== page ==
The rest of the nine-strong Irish contingent missed the cut with Pádraig Harrington taking a 35 putts in a two over 73 to miss the cut for the eighth time in 17 starts this season on five over.

Harrington finished two shots outside the three over par cut mark with Peter Lawrie (77) on seven over, Simon Thornton (74) nine over, David Higgins (76) 13 over and Kevin Phelan (80) 14 over.

As for the leader, Stadler, he could have been even further clear had he not shanked a wedge into deep rough at the ninth and made a double bogey seven.

The burly American still extended his lead to three shots over leading home hope Riu, who delighted the large galleries with a round of 67 which featured five birdies, whilst Marcel Siem is two shots back on five under par after the German battled his way to a round of 72.

“I’ve putted brilliantly for the first couple days," Stadler said. "I got a little sloppy on my final nine today, but other than that, I stroked the ball very well. I had a lot of chances and rolled in a lot of nice putts.

“It’s definitely a ball striker’s golf course. It has a lot of good, really definitive lines off the tees, which really shapes the shots for you. I enjoy holes that shape themselves for you.

“Here they present themselves and say: here is what you need to do, go ahead and do it. It’s just a really good golf course, the greens are great, and I’m certainly enjoying it so far.”

Alstom Open de France — after 36 holes

132 K Stadler (USA) 64 68,

135 V Riu  (Fra) 68 67,

137 M Siem  (Ger) 65 72,

139 G McDowell  (Nir) 70 69, S Jamieson  (Sco) 69 70, M Hoey  (Nir) 73 66, S Gallacher (Sco) 66 73, T Jaidee (Tha) 70 69, J Donaldson (Wal) 67 72, M Foster (Eng) 69 70,

140 O Fisher  (Eng) 69 71, M Kaymer (Ger) 72 68, R Fisher (Eng) 72 68, B Wiesberger  (Aut) 70 70, F Aguilar (Chi) 67 73, D McGrane (Irl) 71 69,

141 G Maybin (Nir) 73 68, M Baldwin (Eng) 70 71, S Webster (Eng) 73 68, J Hansen  (Den) 72 69, A Levy (Fra) 69 72, E Goya (Arg) 75 66, M Manassero (Ita) 68 73,

142 G Stal  (Fra) 74 68, R Cabrera-Bello (Esp) 70 72, F Molinari (Ita) 70 72, R Karlsson (Swe) 73 69, S Kapur (Ind) 73 69, A Hansen (Den) 71 71, R Kakko  (Fin) 68 74, M Warren (Sco) 69 73, D Lynn (Eng) 73 69, J Luiten (Ned) 73 69, T Linard (Fra) 72 70,

143 A McArthur  (Sco) 76 67, M Fitzpatrick  (Eng) 69 74, D Bobrowski (Fra) 73 70, K Aphibarnrat (Tha) 77 66, M Lundberg (Swe) 75 68, F Zanotti (Par) 73 70, L Slattery (Eng) 70 73, M Nixon (Eng) 71 72,

144 D Howell (Eng) 72 72, V Dubuisson  (Fra) 76 68, A Gee  (Eng) 72 72, P Waring  (Eng) 71 73, S Hansen (Den) 74 70, N Colsaerts  (Bel) 72 72, K Broberg (Swe) 70 74, J Knutzon (USA) 72 72, M Korhonen (Fin) 72 72, E De La Riva  (Esp) 73 71, S Dyson  (Eng) 73 71, J Heath  (Eng) 71 73, M Ford (Eng) 70 74, P Sjöland (Swe) 73 71, A Sullivan (Eng) 73 71,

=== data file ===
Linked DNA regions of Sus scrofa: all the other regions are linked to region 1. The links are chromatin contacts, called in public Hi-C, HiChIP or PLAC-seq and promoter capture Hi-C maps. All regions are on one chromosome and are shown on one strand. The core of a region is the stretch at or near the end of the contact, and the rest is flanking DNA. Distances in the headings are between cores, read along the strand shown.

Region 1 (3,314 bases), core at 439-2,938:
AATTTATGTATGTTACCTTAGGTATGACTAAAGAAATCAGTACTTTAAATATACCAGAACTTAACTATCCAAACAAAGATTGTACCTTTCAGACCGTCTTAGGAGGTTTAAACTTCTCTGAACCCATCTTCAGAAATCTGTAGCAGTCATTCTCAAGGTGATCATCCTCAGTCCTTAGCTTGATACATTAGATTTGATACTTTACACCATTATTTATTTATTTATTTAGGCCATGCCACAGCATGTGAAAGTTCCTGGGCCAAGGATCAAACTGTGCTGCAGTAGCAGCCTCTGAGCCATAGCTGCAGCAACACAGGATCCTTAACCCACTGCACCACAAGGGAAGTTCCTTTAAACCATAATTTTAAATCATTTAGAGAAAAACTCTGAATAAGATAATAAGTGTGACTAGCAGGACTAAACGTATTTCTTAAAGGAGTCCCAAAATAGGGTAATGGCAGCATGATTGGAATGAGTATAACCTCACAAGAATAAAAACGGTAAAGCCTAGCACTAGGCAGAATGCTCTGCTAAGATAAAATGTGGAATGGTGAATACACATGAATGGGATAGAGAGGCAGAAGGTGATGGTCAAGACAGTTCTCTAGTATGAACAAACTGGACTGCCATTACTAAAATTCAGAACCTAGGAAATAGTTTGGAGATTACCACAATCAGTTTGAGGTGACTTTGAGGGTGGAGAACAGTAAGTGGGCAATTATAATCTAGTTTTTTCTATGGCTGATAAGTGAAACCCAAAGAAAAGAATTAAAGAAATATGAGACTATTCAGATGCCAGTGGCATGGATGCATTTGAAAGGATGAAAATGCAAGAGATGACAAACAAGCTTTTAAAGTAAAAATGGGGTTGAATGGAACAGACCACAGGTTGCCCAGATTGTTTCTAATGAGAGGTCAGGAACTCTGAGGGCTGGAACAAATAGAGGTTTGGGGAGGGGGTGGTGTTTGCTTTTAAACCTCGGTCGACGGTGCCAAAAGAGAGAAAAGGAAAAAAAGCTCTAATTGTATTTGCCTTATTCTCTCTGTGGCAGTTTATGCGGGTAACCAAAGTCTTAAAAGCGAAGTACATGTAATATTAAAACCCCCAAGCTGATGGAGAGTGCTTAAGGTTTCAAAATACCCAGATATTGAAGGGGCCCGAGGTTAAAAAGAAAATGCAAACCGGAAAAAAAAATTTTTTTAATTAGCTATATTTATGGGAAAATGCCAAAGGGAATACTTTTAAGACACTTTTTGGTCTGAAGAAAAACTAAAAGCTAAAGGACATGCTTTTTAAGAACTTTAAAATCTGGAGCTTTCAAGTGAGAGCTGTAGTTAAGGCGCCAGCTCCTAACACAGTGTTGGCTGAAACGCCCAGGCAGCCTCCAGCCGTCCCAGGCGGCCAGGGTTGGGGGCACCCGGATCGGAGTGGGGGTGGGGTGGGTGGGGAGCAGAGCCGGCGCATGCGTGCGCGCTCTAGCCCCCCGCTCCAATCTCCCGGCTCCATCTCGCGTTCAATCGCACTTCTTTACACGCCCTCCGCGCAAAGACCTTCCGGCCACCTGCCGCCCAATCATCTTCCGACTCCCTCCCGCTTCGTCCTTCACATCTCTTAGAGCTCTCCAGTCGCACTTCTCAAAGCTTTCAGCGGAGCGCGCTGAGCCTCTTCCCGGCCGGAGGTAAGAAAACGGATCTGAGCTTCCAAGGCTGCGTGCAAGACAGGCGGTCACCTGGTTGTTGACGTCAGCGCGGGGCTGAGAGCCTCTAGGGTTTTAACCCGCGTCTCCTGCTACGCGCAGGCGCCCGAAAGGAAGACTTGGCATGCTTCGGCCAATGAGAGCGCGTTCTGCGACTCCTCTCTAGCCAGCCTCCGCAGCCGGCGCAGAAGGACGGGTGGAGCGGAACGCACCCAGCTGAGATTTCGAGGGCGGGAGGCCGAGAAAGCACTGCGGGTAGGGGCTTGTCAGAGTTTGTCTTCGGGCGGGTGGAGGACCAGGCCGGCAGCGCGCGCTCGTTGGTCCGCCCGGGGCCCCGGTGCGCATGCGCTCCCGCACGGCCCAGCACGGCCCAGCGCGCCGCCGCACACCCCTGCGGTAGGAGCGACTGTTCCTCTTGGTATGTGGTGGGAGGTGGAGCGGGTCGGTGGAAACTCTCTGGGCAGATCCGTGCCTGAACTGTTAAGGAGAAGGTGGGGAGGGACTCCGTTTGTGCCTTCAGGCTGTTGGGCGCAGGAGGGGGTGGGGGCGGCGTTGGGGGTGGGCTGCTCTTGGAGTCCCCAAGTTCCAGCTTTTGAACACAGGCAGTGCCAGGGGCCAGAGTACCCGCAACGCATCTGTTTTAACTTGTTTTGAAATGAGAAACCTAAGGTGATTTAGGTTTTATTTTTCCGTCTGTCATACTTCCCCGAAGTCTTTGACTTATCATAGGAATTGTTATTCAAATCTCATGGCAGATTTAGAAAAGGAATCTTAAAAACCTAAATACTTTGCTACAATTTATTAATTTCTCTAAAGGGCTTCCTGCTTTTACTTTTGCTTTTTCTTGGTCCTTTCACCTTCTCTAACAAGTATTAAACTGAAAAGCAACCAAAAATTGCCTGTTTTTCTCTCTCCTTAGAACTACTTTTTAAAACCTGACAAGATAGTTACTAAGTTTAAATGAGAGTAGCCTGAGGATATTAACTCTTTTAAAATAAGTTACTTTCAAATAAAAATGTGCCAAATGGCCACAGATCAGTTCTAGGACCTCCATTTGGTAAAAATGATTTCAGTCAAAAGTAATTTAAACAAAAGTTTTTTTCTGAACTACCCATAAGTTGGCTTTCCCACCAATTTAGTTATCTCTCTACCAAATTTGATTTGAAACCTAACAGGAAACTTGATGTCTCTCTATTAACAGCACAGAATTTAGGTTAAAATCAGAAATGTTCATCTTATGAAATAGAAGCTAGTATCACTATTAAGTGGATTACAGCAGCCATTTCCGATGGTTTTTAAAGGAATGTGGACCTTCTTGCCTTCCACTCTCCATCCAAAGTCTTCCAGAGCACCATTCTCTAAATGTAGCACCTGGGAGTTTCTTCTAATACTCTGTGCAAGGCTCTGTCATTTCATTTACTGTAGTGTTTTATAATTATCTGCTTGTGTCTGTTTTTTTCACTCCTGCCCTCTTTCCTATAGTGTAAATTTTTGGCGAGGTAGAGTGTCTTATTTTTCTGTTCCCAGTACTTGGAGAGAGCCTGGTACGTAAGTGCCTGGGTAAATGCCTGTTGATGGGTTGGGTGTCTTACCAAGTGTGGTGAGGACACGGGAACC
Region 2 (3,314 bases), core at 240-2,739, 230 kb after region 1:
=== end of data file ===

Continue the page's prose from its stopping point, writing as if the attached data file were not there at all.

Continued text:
145 J Quesne  (Fra) 74 71, D Huizing (Ned) 72 73, W Ormsby (Aus) 70 75, S Kjeldsen (Den) 72 73, G Bourdy (Fra) 73 72, M Carlsson  (Swe) 73 72, R Sterne  (RSA) 70 75, E Molinari  (Ita) 70 75, M Kieffer (Ger) 72 73, R Santos  (Por) 71 74, A Kaleka  (Fra) 72 73, J Brun (am) (Fra) 73 72,


146 E Grillo (Arg) 70 76, R Wattel  (Fra) 76 70, A Otaegui  (Esp) 75 71, G Havret  (Fra) 72 74, B Paolini (USA) 72 74, S Wakefield (Eng) 74 72, S Kim (Kor) 74 72, B Koepka  (USA) 73 73, J Stalter (Fra) 72 74, A Cañizares  (Esp) 77 69, J Singh (Ind) 74 72, J Campillo (Esp) 71 75,

147 R Jacquelin (Fra) 75 72, P Harrington (Irl) 74 73, A Quiros  (Esp) 72 75, C Arendell (USA) 73 74, J Dantorp (Swe) 72 75,

148 M Madsen  (Den) 74 74, A Wall (Eng) 72 76, C Doak (Sco) 71 77, C Lee (Sco) 72 76, J Walters (RSA) 73 75, R Green (Aus) 72 76, R Marguery (Fra) 70 78, E Pepperell (Eng) 71 77, R Gonzalez (Arg) 71 77, G Bhullar (Ind) 75 73, A Pavan (Ita) 75 73, R Rock (Eng) 74 74,

149 J Lando Casanova  (Fra) 74 75, G Coetzee (RSA) 76 73, C Del Moral (Esp) 75 74, R Derksen (Ned) 74 75, A Hartø  (Den) 73 76, J Carlsson (Swe) 76 73, D Horsey (Eng) 70 79, J Parry (Eng) 74 75, P Lawrie (Irl) 72 77, L Bjerregaard  (Den) 75 74,

150 R Davies (Wal) 76 74, J Gallagher  (Sco) 75 75, F Calmels  (Fra) 73 77, D Fichardt (RSA) 73 77, S Manley (Wal) 75 75, T Björn (Den) 76 74, M Crespi  (Ita) 70 80,

151 T Hatton (Eng) 75 76, L Weber (Fra) 76 75, D Drysdale (Sco) 73 78, N Fasth (Swe) 71 80, A Snobeck  (Fra) 73 78, R Bland (Eng) 75 76, J Guerrier  (Fra) 78 73, S Thornton (Irl) 77 74, J Morrison  (Eng) 74 77,

152 A Forsyth (Sco) 71 81, J Doherty  (Sco) 76 76, G Storm  (Eng) 75 77,

153 P Dwyer (Eng) 78 75, J Lima  (Por) 75 78, D Brooks (Eng) 81 72, M Tullo (Chi) 74 79, T Levet (Fra) 76 77, N Elvira  (Esp) 77 76,

154 S Walker (Eng) 72 82, O Henningsson  (Swe) 75 79, B Chapellan (Fra) 77 77, G Porteous (Eng) 72 82, T Perrot (am) (Fra) 78 76,

155 D Higgins (Irl) 79 76, E Dubois (Fra) 80 75, J Hahn (USA) 82 73, M Lorenzo-Vera  (Fra) 79 76, J Kruger (RSA) 79 76,

156 A Saddier (Fra) 78 78, K Phelan (Irl) 76 80, D Im (USA) 75 81,

157 A Grenier  (Fra) 79 78, L Bem (am) (Fra) 79 78,

159 J Jeong (Kor) 79 80,

166 P Gal  (Cze) 82 84,

** T Aiken (RSA) 79 WD, T Pieters  (Bel) 75 DQ, J Olazábal (Esp) 73 RT, R Ramsay  (Sco) 75 RT, S Khan (Eng) 80 WD, T Lewis (Eng) RT  0,